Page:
Nov 29, 2012 8:00pm PST
, rent, food, clothes, school fees, school books, school uniform, your tax, your life, your future. saturday morning, man in a blue overall. 12 rand, 99 cents in the back pocket. he walks straight to town into main street, sales house. ah, he walks in, the salesman meets him. "sit down, my boy. sit down. "you've come to buy a suit? "ah, just a deposit, "the rest of the balance in six months installments. "you must pay every month, my boy. "we shall send you statements to remind you of your balance. "let me take your name and address down, "so that we can send you a calendar "during christmas holidays. what is your name, my boy? your name?" robert zwelinzima. where do you stay? 50 mapija. where do you work? feltex. felt & textiles consolidated spinning mills, ltd., s.a. how much are they giving you there a week? 12 rand, 99 cents. 99. what is your reference book number? n.i.? n.i. number? n.i. number 3811863. burn this number in your head, my brother. burn it. this is more important than your name. the white men will never ask for your name, but always this number. never forget it.
Nov 29, 2012 3:00pm PST
to supply health care because those who don't will be taxed to put into a fund which would be part of the payment... making insurance available for everyone. now, out of that process, whether we end up with a single-payer system the way the canadians have, or still multiple payers and multiple players, but everybody having, in effect, a card which says i get in the front door of health care, remains to be seen. i think ultimately we'll see all of health coverage covered under a federal plan. we'll fund it through some form of progressive income tax, a model very similar to what's offered in germany, where people opt into sickness funds and pay a percentage of their income to be covered in one of those funds. ultimately, that's where we need to get to. until we decide that we're just not willing to take that risk and have the government use the surplus or raise taxes, we're not going to make a lot of progress. just where these discussions will end is still in question. what is not in question is the importance of a healthy population to the health of the nation. "the human condition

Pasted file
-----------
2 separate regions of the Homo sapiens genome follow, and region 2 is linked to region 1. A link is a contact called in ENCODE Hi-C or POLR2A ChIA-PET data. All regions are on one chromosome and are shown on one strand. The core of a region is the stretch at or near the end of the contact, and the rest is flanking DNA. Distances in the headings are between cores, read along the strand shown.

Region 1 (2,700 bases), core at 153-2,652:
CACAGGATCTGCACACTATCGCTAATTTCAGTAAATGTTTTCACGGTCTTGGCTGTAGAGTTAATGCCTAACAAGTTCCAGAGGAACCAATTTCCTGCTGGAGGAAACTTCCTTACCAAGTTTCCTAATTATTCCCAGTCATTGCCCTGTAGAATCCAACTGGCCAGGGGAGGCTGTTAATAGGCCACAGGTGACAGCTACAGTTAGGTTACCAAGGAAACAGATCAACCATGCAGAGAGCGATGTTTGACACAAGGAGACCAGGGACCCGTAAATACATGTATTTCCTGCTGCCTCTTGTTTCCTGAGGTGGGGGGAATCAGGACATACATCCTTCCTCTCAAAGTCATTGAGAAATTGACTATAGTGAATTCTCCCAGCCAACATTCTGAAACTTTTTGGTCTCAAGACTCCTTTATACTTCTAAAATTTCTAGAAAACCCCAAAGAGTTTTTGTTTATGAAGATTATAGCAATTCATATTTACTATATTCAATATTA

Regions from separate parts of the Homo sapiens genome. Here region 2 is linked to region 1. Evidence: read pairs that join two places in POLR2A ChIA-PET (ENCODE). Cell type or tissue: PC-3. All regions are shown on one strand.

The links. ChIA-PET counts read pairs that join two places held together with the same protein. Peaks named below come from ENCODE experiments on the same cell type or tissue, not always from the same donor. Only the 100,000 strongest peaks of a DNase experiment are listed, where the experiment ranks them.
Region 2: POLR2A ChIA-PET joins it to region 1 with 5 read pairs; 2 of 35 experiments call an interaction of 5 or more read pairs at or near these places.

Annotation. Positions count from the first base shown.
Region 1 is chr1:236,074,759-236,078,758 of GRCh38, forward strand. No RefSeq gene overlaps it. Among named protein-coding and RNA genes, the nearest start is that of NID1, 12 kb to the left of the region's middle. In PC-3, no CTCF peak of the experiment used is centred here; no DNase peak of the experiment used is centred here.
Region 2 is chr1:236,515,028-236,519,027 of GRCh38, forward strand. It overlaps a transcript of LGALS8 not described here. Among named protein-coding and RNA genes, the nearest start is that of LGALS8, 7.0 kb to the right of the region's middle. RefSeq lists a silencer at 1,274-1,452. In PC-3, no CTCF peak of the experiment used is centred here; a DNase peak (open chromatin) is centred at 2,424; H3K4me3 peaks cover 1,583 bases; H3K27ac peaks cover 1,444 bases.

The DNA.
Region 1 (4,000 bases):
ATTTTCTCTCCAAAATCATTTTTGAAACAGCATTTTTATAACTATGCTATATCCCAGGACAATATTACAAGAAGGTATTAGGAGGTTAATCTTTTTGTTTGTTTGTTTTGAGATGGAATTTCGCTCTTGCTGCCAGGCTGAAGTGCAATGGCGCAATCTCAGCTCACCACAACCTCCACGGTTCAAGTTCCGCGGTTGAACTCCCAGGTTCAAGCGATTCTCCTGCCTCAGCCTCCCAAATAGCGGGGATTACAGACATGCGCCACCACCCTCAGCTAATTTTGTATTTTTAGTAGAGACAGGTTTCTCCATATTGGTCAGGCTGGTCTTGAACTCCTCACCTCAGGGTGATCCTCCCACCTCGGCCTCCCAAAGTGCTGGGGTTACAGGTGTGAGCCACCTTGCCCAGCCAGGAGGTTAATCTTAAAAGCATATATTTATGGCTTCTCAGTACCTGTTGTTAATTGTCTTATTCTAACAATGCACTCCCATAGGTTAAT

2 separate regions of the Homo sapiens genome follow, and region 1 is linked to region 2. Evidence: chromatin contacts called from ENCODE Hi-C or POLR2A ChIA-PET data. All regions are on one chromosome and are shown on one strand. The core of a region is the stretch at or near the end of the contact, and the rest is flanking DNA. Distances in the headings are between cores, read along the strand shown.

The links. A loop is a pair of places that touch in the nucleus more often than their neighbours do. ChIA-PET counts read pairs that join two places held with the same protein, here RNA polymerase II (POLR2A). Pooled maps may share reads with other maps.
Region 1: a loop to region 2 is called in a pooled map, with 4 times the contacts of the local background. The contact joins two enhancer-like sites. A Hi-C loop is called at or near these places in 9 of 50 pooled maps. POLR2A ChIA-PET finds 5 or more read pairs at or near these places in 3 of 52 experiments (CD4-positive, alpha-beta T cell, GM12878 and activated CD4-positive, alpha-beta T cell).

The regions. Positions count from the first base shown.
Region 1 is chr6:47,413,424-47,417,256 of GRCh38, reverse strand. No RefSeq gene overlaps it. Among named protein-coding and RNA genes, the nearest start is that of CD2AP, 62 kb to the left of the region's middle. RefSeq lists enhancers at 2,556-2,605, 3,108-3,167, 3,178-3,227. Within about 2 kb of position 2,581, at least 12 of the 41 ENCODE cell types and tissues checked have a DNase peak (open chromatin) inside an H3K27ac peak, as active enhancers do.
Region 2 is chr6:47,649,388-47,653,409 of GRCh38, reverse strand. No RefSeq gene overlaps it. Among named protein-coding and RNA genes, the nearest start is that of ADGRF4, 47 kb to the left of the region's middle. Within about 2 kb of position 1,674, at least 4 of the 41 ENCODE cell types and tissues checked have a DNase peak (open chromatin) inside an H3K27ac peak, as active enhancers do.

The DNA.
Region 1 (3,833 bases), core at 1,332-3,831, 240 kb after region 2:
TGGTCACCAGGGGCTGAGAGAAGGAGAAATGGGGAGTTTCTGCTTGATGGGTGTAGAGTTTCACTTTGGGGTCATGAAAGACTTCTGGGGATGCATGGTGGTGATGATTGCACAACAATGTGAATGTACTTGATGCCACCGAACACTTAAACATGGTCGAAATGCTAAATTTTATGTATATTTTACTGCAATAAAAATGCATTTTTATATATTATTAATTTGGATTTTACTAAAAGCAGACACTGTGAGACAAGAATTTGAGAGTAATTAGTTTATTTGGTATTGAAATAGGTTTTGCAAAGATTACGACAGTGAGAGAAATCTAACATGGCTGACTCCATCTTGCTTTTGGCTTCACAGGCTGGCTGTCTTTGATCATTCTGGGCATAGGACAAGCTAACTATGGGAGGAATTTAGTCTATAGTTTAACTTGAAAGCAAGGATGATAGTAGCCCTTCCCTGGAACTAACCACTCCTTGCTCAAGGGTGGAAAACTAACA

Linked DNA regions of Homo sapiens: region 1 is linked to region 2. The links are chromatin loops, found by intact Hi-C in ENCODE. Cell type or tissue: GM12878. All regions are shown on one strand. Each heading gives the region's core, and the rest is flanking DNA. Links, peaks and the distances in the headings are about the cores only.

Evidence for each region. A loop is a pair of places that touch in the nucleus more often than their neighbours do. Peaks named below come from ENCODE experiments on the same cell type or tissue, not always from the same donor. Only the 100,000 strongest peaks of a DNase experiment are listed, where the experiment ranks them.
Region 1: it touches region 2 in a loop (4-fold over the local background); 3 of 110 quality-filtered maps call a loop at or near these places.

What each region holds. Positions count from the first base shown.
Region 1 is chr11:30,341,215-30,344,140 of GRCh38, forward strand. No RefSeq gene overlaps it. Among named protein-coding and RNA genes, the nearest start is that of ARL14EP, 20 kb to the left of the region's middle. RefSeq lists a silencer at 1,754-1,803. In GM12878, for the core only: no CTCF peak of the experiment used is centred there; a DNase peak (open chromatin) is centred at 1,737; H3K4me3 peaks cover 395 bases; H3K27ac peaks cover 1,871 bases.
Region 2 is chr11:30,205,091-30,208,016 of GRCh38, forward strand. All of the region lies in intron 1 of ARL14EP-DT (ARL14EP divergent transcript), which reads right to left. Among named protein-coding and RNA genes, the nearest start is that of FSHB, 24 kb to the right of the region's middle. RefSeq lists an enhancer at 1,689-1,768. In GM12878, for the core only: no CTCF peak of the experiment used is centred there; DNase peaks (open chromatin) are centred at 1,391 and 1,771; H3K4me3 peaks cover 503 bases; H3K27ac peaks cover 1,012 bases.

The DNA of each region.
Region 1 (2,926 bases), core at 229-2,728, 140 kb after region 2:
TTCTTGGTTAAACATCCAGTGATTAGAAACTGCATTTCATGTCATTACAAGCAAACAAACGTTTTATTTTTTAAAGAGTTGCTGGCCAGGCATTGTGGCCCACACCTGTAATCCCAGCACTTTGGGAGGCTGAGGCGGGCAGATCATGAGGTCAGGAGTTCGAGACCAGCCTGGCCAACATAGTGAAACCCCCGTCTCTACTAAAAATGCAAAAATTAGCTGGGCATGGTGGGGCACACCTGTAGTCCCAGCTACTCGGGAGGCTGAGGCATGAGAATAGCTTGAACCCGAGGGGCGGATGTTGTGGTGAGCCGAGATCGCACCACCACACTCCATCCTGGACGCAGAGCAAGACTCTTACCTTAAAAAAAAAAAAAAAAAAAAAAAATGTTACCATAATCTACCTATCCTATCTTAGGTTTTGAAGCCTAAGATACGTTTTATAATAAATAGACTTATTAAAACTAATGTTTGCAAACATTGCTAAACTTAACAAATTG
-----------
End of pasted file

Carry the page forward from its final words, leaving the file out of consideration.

Dec 7, 2012 3:00pm PST
misunderstandings, but mainly it creates records for tax purposes. when an economy becomes this complex, it opens up more opportunities for the state to collect a percentage for itself. such complexity also increases the need t is the job of haaj abdelaziz sakkout. interpreter: if the brokers have a problem, they come to us. we all solve the problem. even if we fight first, we solve the problem. keach: mr. sakkout is employed by market officials. he occasionally serves as auctioneer if asked, but in the main, his job is to settle disputes. everyone in the fez tanning industry is dependent upon others. the man who dries the finished skins cannot function without those who remove the hair, or without any of the other specialists in the trade. with so many dependent upon forces outside their control, new institutions inevitably develop. in fez, every specialty within the tanning industry has its own guild or craft association. the guilds serve their members by setting standards, restricting membership and controlling prices whenever possible. but perhaps more importantly, guilds re